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|Founder||Dr. Kam Ghaffarian|
X-energy is a nuclear reactor and fuel design engineering company. X-energy is developing Generation IV high-temperature gas-cooled nuclear reactor designs. In January 2016 X-energy was awarded a five-year $53M United States Department of Energy Advanced Reactor Concept Cooperative Agreement award to advance elements of their reactor development. The company was founded in 2009 by Kam Ghaffarian.
The Xe-100 is a pebble bed high-temperature gas-cooled nuclear reactor design that is planned to be smaller, simpler and safer when compared to conventional nuclear designs. Pebble bed high temperature gas-cooled reactors were first proposed in 1944.
Each reactor is planned to generate 200 MWt and approximately 76 MWe. The standard Xe-100 "four-pack" plant would generate approximately 300 MWe and will fit on 13 acres. All of the components for the Xe-100 are planned to be road-transportable, and be installed, rather than constructed, at the project site to streamline construction. The company objective is to incorporate innovative design features with the goal of building a small-scale nuclear energy source that can be adapted to a variety of markets.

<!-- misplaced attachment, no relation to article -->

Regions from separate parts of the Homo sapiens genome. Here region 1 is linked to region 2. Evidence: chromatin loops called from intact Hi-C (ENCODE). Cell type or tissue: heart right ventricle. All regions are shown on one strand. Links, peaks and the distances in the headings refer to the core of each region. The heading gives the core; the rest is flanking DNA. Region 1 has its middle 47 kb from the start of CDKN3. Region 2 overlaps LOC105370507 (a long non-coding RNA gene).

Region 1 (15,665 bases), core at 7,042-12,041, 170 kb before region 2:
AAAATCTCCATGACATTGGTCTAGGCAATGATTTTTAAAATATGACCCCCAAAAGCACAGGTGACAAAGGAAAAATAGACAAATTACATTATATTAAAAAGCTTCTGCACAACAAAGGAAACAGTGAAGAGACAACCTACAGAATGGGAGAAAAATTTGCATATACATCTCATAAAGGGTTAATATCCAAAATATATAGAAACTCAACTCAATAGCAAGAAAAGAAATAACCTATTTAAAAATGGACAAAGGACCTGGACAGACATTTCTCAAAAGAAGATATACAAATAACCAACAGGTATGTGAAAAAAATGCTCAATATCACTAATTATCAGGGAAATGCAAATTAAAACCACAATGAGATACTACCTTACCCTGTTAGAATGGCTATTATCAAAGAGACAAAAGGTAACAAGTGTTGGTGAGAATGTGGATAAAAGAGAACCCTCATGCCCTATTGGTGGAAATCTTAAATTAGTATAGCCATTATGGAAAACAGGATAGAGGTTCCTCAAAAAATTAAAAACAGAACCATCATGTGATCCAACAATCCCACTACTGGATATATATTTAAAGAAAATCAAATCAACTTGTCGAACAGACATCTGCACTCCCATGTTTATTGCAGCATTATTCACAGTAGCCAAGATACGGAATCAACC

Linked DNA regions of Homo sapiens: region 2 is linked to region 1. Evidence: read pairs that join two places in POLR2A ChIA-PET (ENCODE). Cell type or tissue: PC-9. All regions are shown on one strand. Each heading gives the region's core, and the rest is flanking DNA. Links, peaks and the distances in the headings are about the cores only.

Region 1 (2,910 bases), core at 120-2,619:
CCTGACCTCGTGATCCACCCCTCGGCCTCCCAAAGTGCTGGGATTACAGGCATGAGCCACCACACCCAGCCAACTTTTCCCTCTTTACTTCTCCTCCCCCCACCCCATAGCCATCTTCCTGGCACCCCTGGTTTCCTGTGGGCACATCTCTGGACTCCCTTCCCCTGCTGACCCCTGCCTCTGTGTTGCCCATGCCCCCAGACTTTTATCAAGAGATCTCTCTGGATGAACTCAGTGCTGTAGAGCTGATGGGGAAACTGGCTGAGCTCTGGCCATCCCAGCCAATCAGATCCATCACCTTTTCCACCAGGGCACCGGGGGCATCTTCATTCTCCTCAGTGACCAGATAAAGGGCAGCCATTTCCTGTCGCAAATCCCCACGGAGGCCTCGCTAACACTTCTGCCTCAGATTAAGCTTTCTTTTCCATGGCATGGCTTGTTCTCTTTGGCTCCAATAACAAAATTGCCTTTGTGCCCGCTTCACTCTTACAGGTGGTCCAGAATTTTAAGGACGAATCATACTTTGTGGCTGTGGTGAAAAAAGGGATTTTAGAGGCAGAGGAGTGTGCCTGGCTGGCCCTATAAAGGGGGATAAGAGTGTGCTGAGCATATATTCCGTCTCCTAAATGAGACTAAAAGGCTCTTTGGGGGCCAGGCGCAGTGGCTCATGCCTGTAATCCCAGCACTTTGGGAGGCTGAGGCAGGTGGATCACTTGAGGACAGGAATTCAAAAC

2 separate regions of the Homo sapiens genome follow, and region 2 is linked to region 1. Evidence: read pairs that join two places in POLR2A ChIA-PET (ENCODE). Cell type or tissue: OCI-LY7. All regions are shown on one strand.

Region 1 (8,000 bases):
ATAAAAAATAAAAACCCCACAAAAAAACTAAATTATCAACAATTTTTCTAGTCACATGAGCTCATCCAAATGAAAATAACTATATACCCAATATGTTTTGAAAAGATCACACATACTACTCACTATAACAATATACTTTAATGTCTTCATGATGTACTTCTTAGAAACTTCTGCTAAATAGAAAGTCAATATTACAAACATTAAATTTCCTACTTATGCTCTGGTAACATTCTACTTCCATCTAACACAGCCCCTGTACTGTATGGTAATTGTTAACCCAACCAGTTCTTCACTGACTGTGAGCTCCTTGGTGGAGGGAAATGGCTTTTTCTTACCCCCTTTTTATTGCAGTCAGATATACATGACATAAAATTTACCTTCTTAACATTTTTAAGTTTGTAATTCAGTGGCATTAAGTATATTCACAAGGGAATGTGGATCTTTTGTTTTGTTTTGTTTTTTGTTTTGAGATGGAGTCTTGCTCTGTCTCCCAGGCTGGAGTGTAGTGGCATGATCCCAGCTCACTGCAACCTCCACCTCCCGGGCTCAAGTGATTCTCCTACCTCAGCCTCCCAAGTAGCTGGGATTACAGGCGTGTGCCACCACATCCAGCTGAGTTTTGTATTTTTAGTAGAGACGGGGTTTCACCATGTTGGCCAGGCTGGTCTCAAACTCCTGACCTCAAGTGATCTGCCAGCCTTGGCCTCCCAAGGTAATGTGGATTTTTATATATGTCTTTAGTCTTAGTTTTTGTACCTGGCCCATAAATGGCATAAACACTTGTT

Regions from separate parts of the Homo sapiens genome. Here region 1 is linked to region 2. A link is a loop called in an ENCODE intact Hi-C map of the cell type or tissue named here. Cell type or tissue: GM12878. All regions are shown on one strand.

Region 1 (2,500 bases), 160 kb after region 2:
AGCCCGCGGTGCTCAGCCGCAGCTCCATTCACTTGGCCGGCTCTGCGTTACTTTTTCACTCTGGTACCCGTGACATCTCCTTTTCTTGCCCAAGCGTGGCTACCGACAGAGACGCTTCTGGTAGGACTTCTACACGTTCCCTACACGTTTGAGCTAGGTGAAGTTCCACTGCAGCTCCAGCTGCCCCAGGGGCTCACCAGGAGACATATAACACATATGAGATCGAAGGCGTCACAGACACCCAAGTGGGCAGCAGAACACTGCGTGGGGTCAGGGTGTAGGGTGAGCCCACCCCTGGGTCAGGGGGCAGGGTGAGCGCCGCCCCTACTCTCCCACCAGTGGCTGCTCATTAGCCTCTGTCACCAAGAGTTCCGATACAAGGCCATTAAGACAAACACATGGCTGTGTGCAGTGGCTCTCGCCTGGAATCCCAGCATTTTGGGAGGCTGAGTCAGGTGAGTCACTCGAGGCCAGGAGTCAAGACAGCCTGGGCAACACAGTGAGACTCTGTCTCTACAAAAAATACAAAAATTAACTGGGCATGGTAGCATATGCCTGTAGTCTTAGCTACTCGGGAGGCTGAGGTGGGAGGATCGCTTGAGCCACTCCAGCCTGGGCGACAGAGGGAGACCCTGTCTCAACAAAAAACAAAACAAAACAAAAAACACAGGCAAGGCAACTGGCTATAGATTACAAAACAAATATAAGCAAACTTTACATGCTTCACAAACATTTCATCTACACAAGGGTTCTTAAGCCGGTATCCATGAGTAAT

The fuel for the Xe-100 is a spherical fuel element, or pebble, that utilizes the TRISO particle nuclear fuel design. The fuel element begins with a kernel made up of a solid solution of UO2 and UC, with an enrichment of 15.5% U-235. The TRistructural-ISOtropic (TRISO) coating is deposited onto uranium kernels using a chemical vapor deposition (CVD) process. The TRISO coating consists of four layers continuously deposited; a porous carbon layer referred to as buffer, an inner isotropic, dense pyrocarbon layer (IPyC), a silicon carbide layer (SiC), and an outer isotropic, dense pyrocarbon layer (OPyC). TRISO particles are overcoated with a graphite matrix material and pressed into a solid spherical shape, known as the fuel core. The graphite matrix surrounding the TRISO particles moderates the reaction. A spherical layer of graphite matrix is pressed on the outside of the fuel core. This layer is called the fuel free zone and acts as a barrier to protect the fuel core. The final pebble form is a 60 mm sphere with a homogenous distribution of TRISO particles in a graphite matrix in the center, surrounded by a layer of graphite containing no fuel. Each pebble contains approximately 18,000 TRISO particles. The Xe-100 will require 220,000 pebbles.
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